She is the Cinematographer of Jack Sawyers‘ Gotham Café Dollar Baby film.
SKSM: Can you introduce yourself to our readers?
Rachel Garcia-Dunn: First of all, thank you for including me on your website. My name is Rachel Garcia-Dunn, and I’ve had the pleasure of being the cinematographer on two dollar baby films; Gotham Café (2004) directed by Jack Sawyers, and In the Deathroom (2020) which is covered in another interview.
SKSM: What does cinematography mean to you?
Rachel Garcia-Dunn: Cinematography essentially lets the audience participate in the action on screen. The camera is a character; it has moods, it has autonomy, and it can fly with superheroes.
When you are telling a visual story, it’s important to set a mood that is appropriate for the story. This can be done through production design, lighting and camera motion.
Frenetic camera motion can heighten the intensity of a car chase or a fist fight, and slow, serene camera motion can calm the audience just before the frenetic impact of the car crash to heighten the moment further.
SKSM: We live in a time when independent or indie cinema prevails and that is why digital is more used. When you are working, do you prefer digital or celluloid?
Rachel Garcia-Dunn: Gotham Cafe was shot on s16 film, Kodak 250D, and 500T Vision 2 color negative, and transferred to video. It looked amazing.
The Film was shot almost entirely in sequence, and during the telecine session, the machine room guys couldn’t wait for the next master so they could find out what happens next.
Each format has their own benefits/drawbacks from an artistic standpoint. From an economic and technological standpoint digital is the clear winner.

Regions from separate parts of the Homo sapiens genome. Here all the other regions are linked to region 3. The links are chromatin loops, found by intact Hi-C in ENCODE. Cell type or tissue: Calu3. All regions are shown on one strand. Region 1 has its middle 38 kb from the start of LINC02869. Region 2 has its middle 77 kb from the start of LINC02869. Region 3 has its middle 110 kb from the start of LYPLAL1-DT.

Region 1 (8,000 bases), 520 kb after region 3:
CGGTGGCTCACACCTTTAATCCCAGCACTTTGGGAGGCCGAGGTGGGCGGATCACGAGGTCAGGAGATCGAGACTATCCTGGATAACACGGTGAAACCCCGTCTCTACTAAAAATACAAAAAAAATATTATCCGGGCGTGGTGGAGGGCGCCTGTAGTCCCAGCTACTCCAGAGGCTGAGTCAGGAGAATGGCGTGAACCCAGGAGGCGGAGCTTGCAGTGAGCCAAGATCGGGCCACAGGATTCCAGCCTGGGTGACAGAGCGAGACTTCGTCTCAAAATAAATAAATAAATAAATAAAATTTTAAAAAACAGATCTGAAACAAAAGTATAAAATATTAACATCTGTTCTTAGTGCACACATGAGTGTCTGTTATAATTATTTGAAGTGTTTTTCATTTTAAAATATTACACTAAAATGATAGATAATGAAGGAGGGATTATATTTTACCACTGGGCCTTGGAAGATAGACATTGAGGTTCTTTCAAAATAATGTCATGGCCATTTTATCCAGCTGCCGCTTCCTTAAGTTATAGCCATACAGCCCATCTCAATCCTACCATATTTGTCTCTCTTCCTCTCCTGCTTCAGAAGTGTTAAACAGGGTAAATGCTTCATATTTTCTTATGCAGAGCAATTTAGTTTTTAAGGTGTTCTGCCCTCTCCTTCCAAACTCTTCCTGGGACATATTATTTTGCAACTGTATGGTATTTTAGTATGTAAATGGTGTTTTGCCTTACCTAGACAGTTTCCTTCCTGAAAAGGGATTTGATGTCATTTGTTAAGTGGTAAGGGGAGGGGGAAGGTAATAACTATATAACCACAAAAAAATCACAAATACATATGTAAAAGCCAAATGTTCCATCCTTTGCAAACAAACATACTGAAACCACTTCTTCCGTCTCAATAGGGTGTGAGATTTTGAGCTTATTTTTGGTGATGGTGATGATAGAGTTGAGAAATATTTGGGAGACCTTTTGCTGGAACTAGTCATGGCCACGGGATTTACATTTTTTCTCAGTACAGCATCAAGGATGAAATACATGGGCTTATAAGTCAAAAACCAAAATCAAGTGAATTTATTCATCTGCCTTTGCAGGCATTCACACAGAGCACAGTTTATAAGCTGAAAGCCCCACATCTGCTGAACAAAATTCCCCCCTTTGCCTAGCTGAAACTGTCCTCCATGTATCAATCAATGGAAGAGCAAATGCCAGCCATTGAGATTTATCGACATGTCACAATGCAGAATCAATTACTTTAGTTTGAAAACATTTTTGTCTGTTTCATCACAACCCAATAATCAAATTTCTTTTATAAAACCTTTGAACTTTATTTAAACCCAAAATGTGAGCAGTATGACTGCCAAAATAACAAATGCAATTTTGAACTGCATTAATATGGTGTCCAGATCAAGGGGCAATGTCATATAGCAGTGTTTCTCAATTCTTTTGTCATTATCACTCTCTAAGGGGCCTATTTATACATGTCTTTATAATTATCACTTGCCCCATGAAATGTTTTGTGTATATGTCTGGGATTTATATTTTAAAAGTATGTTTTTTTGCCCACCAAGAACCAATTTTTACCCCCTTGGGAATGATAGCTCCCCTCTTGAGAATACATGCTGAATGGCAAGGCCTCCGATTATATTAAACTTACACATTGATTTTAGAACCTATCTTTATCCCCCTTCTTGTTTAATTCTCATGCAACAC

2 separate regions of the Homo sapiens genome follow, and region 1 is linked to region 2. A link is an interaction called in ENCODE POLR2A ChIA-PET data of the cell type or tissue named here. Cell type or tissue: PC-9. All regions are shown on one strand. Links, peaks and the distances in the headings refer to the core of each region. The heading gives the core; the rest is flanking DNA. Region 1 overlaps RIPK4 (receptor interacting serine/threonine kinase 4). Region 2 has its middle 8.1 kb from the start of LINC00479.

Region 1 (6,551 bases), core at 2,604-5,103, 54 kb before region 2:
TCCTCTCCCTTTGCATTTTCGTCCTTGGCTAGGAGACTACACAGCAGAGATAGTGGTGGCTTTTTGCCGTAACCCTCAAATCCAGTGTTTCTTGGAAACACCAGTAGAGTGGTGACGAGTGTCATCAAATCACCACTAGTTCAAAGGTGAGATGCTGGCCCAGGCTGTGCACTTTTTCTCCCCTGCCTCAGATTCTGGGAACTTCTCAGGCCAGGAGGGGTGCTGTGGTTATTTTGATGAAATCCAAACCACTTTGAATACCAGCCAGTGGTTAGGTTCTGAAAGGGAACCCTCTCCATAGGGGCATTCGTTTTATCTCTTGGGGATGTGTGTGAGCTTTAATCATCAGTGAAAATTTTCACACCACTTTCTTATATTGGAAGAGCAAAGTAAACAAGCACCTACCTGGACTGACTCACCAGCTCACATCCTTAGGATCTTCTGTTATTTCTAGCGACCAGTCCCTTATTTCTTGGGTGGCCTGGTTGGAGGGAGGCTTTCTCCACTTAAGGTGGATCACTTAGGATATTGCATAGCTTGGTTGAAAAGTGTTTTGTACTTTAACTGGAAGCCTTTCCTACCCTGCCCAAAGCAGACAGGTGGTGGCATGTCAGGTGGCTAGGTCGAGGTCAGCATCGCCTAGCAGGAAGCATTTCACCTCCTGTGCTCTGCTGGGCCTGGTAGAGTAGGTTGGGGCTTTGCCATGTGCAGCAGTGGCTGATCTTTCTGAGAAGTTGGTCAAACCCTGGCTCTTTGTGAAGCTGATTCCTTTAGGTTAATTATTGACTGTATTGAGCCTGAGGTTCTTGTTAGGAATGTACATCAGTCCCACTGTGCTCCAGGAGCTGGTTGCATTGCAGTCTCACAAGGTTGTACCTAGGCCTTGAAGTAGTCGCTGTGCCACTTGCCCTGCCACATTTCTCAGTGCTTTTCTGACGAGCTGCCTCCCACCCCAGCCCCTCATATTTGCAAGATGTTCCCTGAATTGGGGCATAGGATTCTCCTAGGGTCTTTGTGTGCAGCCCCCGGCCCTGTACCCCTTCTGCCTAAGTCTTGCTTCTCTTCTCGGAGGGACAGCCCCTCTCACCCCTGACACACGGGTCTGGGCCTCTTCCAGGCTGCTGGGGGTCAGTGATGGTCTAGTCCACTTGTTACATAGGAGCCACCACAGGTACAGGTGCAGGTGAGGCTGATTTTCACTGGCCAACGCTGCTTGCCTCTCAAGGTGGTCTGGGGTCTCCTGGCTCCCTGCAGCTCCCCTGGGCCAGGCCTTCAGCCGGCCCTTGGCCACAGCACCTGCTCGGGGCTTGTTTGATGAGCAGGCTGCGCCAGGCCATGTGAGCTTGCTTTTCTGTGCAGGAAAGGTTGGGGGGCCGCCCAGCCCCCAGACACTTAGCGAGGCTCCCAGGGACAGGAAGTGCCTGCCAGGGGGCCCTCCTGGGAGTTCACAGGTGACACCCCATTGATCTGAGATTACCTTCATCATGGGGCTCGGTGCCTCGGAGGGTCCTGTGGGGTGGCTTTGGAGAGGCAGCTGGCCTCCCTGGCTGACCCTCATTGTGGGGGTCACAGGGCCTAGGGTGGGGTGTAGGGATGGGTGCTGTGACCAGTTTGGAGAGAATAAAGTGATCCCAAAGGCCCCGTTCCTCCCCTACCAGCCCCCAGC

Digital has finally become everything that film tried to be through out it’s history – grainless, ultra high-resolution, 18 stop dynamic range, Super wide gamut and color depth, and unparalleled low light sensitivity.
What’s not to love?
SKSM: What does it take to be a good cinematographer?
Rachel Garcia-Dunn: Always be expanding your knowledge in some way or another. Equipment evolves, techniques change, tools change.
Keep shooting all the time. Learn to light, stay calm, and don’t be a jerk.
SKSM: You worked in a Dollar Baby based on a Stephen King short story. It was your most challenging film?
Rachel Garcia-Dunn: All films are challenging in their own way, so I prefer to concentrate on the success of these great films.
Gotham Cafe was awarded Best Cinematography at the 2005 Festival of Science Fiction, Fantasy, Horror, and the Supernatural in Las Vegas.
And In the Deathroom is currently having a stellar festival run, and has already garnered several awards for the story, and performances of the actors.
I couldn’t be prouder of both of these films.
SKSM: How was working with Jack Sawyers on this film?
Rachel Garcia-Dunn: Working with Jack Sawyers was a great experience, and we have since worked on many projects together over the years. He’s a fantastic director, and a great guy.
SKSM: Was there any funny or special moment when you made the movie that you would like to tell me about?
Rachel Garcia-Dunn: Steve Wozniak was in the cast of Gotham Cafe, and one day he was telling a very amusing story about how he likes to fake out convenience store clerks with 2 dollar bills, because the clerks invariably believe the currency is counterfeit.
He then passed out $2 bills so we could do it ourselves. I think that for him, it was a form of activism.
SKSM: What one thing people would be surprised to know about you?
Rachel Garcia-Dunn: I was born on Halloween.
SKSM: Thanks for taking the time to answer my questions. Do you like to add anything else?
Rachel Garcia-Dunn: Do one thing every day towards making your dreams/goals a reality. Don’t give up. Don’t be a jerk.
(…Yes, you can do more than one thing…)